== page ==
Evidence for a common mechanism of action for antitumor and antibacterial agents that inhibit type II DNA topoisomerases.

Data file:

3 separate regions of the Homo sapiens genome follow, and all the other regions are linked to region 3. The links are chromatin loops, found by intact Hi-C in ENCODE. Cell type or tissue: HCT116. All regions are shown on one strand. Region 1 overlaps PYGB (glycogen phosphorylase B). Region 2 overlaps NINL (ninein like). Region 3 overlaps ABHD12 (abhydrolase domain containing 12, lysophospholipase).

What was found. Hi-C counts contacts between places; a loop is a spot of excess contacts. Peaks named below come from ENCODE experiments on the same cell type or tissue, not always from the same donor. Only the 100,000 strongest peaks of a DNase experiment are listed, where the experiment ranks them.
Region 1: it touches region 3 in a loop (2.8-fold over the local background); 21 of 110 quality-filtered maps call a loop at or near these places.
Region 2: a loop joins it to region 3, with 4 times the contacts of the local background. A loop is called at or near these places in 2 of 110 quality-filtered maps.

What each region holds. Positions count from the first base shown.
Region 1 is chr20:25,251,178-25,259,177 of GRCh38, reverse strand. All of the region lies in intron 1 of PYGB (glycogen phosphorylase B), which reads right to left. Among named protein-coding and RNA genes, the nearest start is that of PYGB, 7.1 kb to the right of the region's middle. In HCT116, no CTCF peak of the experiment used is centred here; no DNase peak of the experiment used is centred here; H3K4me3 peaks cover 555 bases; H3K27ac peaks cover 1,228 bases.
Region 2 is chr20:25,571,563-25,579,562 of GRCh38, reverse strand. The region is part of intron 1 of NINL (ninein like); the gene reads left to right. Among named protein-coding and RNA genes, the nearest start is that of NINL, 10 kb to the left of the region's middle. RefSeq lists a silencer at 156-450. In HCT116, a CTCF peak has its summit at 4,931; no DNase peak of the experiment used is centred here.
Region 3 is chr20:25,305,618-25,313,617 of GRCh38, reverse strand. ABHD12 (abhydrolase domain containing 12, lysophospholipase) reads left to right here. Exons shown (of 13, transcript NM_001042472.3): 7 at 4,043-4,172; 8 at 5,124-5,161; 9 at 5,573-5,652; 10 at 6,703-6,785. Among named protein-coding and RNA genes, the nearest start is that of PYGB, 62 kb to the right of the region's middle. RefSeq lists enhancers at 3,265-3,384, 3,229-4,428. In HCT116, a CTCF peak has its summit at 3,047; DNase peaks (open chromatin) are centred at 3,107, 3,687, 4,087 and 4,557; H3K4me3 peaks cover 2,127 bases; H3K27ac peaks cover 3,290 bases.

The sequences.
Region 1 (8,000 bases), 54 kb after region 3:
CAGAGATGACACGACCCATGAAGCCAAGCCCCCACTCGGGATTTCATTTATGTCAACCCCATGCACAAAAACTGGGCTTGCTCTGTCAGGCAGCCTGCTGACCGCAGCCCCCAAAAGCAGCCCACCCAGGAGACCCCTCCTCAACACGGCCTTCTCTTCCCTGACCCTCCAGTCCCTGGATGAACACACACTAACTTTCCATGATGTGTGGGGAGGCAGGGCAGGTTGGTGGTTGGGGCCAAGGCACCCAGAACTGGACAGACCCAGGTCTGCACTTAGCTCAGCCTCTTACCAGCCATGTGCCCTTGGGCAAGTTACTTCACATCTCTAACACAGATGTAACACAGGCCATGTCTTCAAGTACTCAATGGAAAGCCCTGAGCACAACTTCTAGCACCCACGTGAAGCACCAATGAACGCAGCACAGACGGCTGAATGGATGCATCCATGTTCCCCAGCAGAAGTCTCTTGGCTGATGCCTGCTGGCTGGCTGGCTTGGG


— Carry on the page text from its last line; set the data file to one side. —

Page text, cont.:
Numerous antitumor and antibacterial agents inhibit type II DNA topoisomerases, yielding, in each case, a complex of enzyme covalently bound to cleaved DNA. We are investigating the mechanism of inhibitor action by using the type II DNA topoisomerase of bacteriophage T4 as a model. The T4 topoisomerase is the target of antitumor agent 4'-(9-acridinylamino)-methanesulfon-m-anisidide (m-AMSA) in T4-infected Escherichia coli. Two m-AMSA-resistant phage strains were previously isolated, one with a point mutation in topoisomerase subunit gene 39 and the other with a point mutation in topoisomerase subunit gene 52. We report here that the wild-type T4 topoisomerase is inhibited by six additional antitumor agents that also inhibit the mammalian type II topoisomerase: ellipticine, 9-OH-ellipticine, 2-me-9-OH-ellipticinium acetate, mitoxantrone diacetate, teniposide, and etoposide. Further, one or both of the m-AMSA-resistance mutations alters the enzyme sensitivity to each of these agents, conferring either cross-resistance or enhanced sensitivity. Finally, the gene 39 mutation confers on T4 topoisomerase a DNA gyrase-like sensitivity to the gyrase inhibitor oxolinic acid, thus establishing a direct link between the mechanism of action of the anti-bacterial quinolones and that of the antitumor agents. These results strongly suggest that diverse inhibitors of type II topoisomerases share a common binding site and a common mechanism of action, both of which are apparently conserved in the evolution of the type II DNA topoisomerases. Alterations in DNA cleavage site specificity caused by either the inhibitors or the m-AMSA-resistance mutations favor the proposal that the inhibitor binding site is composed of both protein and DNA.
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